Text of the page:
There are lots of people hoping to figure out machine learning algorithms that can just do everything like humans do. End-to-end learning tries to go directly from input data to actions (self-driving cars). Others are trying to create an artificial general intelligence that thinks and interacts with the world like we do. The point is, there are so many things that haven't been solved yet. Your robot won't be as good as a 3 year-old at many things, but that's not the point. ML gives the robot the ability to be really good at some certain thing, like figuring out where the toy it's looking at is. But it isn't a "wave your hands and it all works" solution.

tl;dr Use ML when it fits the problem. But it's a hard problem, and there are a lot of things to understand about it if you want to use it. It's a tool in your toolbox.

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Disclosure: I am a product manager on Google Cloud Platform.

[...] why does everyone have to repeat the effort of learning the same things?

If Google has already learned cats, or if someone already has a program to recognize handwritten digits, can this knowledge be shared and re-used? Or is it just a matter of paying for them?

You don't have to rebuild these machine learning models from scratch; you can reuse prebuilt machine learning algorithms, e.g., Google Cloud provides the following hosted APIs as a service:

You can put these APIs together to build interesting applications, e.g.,

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  • $\begingroup$ Thanks. Does this mean that the intelligence needed for a simple toy is not something an individual or small team can cope, and it would also have to be server based? $\endgroup$ – Old Geezer Jan 2 '18 at 2:11
  • $\begingroup$ @OldGeezer – you can certainly train a machine learning model to recognize images and speech, but there are many details and questions to answer, e.g., (a) how much time/expertise do you need to design, build and maintain a model appropriate to your task, (b) how accurate do you need it to be (more accurate is harder), (c) how can you make it both accurate and CPU/power-efficient (e.g., if you run the ML model on a Raspberry Pi, you have limited CPU power; running on a server farm gets you more computational power, running in the cloud on a farm of servers is even more powerful), etc. $\endgroup$ – Misha Brukman Jan 2 '18 at 5:42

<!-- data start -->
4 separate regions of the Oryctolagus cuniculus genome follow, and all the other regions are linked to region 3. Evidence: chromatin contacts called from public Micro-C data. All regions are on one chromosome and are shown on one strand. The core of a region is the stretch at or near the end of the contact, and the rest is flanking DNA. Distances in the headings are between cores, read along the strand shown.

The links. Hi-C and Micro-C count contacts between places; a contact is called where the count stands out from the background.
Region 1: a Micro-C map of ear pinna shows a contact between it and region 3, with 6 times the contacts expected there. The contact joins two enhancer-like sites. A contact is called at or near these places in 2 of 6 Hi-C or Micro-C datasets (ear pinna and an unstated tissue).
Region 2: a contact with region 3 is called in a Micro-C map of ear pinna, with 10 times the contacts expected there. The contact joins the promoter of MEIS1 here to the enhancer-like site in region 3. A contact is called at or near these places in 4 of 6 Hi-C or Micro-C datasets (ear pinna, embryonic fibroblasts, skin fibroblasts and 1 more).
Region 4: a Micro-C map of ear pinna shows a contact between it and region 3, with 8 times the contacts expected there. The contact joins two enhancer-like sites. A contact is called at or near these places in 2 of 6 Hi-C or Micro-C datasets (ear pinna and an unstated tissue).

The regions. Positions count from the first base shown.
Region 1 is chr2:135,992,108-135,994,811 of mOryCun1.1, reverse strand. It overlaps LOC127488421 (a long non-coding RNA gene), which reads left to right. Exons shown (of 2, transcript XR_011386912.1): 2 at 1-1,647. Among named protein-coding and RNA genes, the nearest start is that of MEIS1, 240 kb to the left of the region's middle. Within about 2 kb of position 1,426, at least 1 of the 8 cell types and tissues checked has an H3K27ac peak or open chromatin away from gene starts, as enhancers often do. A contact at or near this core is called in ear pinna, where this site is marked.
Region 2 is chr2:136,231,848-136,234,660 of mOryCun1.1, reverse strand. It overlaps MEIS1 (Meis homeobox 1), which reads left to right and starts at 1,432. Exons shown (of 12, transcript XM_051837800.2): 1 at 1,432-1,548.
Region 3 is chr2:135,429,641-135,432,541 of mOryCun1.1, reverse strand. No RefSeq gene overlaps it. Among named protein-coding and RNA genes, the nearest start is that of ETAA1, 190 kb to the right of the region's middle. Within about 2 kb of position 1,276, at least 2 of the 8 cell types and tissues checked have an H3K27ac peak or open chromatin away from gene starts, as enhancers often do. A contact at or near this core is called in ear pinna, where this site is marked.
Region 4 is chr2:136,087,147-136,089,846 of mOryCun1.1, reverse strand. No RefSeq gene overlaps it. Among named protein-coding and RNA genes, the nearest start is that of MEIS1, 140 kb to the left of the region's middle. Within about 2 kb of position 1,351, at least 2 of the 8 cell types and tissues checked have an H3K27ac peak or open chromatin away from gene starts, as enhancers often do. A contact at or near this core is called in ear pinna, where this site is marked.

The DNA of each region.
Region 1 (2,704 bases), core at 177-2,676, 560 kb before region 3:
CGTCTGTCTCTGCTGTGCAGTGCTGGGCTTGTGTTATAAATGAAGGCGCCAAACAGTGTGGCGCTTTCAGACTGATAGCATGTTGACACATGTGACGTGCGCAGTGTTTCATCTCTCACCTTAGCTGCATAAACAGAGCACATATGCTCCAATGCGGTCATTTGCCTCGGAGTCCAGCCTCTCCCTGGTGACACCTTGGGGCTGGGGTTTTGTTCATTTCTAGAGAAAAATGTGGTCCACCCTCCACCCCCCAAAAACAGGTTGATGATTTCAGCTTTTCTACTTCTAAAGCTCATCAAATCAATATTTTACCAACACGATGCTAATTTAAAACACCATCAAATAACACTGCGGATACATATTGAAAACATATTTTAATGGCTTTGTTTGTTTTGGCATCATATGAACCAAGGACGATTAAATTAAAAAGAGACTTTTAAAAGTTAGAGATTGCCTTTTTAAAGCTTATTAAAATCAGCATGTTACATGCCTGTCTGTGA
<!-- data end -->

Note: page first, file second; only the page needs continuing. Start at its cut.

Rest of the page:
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    $\begingroup$ Thanks for posting. I will say I am a big fan of Google's freeware initiatives. Seems like the Rasberry Pi bot is a great way to get kids engaged! $\endgroup$ – DukeZhou Jan 2 '18 at 22:49
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...why does everyone have to repeat the effort of learning the same things...

Most problems are different if you go into the details. Even if the problems were exactly identical, implementation differs. You might like Google Chrome, but I might prefer Mozilla Firefox. They both load the Internet pages!

...How much effort and zetabytes of data do we have to keep just to reach the brain power of, say, a 3-year old...

That depends on what you want to do. A 3-year kid can recognise people quite well, but this is hard for computers. However, computer can do regression much better than a 3-year old ...

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  • $\begingroup$ I am thinking of what's needed to build a robot companion for a toddler. It doesn't have to play Go but should be able to call out things that it sees. $\endgroup$ – Old Geezer Nov 23 '17 at 2:44
  • $\begingroup$ @OldGeezer But you have got the answer,right? $\endgroup$ – quintumnia Nov 23 '17 at 9:31
  • $\begingroup$ No. It's not scalable nor practical to learn to recognize most of the objects we encounter everyday. Unless I am missing something. $\endgroup$ – Old Geezer Nov 23 '17 at 9:53
  • $\begingroup$ @OldGeezer — see my answer particularly with the demo video; hopefully, it answers your question. $\endgroup$ – Misha Brukman Jan 1 '18 at 22:05
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This approach sounds great but is it practical? How much effort and zetabytes of data do we have to keep just to reach the brain power of, say, a 3-year old, who can recognize dogs, cats, tigers, a Mustang, trucks, a hamburger restaurant, and so on?

We don't know. More critically, we don't know if any technique of machine learning is "the way humans learn", thus we have no theoretical guarantee that what we are doing brings us any closer to true AI. Also, there is much more to intelligence that classification don't forget about that.

My next question is why does everyone have to repeat the effort of learning the same things?

Nowadays people often train their architecture on the same few datasets as a benchmark to compare it with other cutting edge techniques. These datasets are also generally well understood, thus its easier to troubleshoot issues that might come up.

If Google has already learned cats, or if someone already has a program to recognize handwritten digits, can this knowledge be shared and re-used? Or is it just a matter of paying for them?

In principle yes, but likely no. Many modern machine learning techniques have separate training/testing phases. Training is when the algorithm gets to "learn" per say, and testing is when we get to test it. If one releases the architecture after it has been trained, in principle you should be able to achieve the same results.

Or more generally, once they release a paper detailing how they built the system, in principle you should be able to build it yourself as well.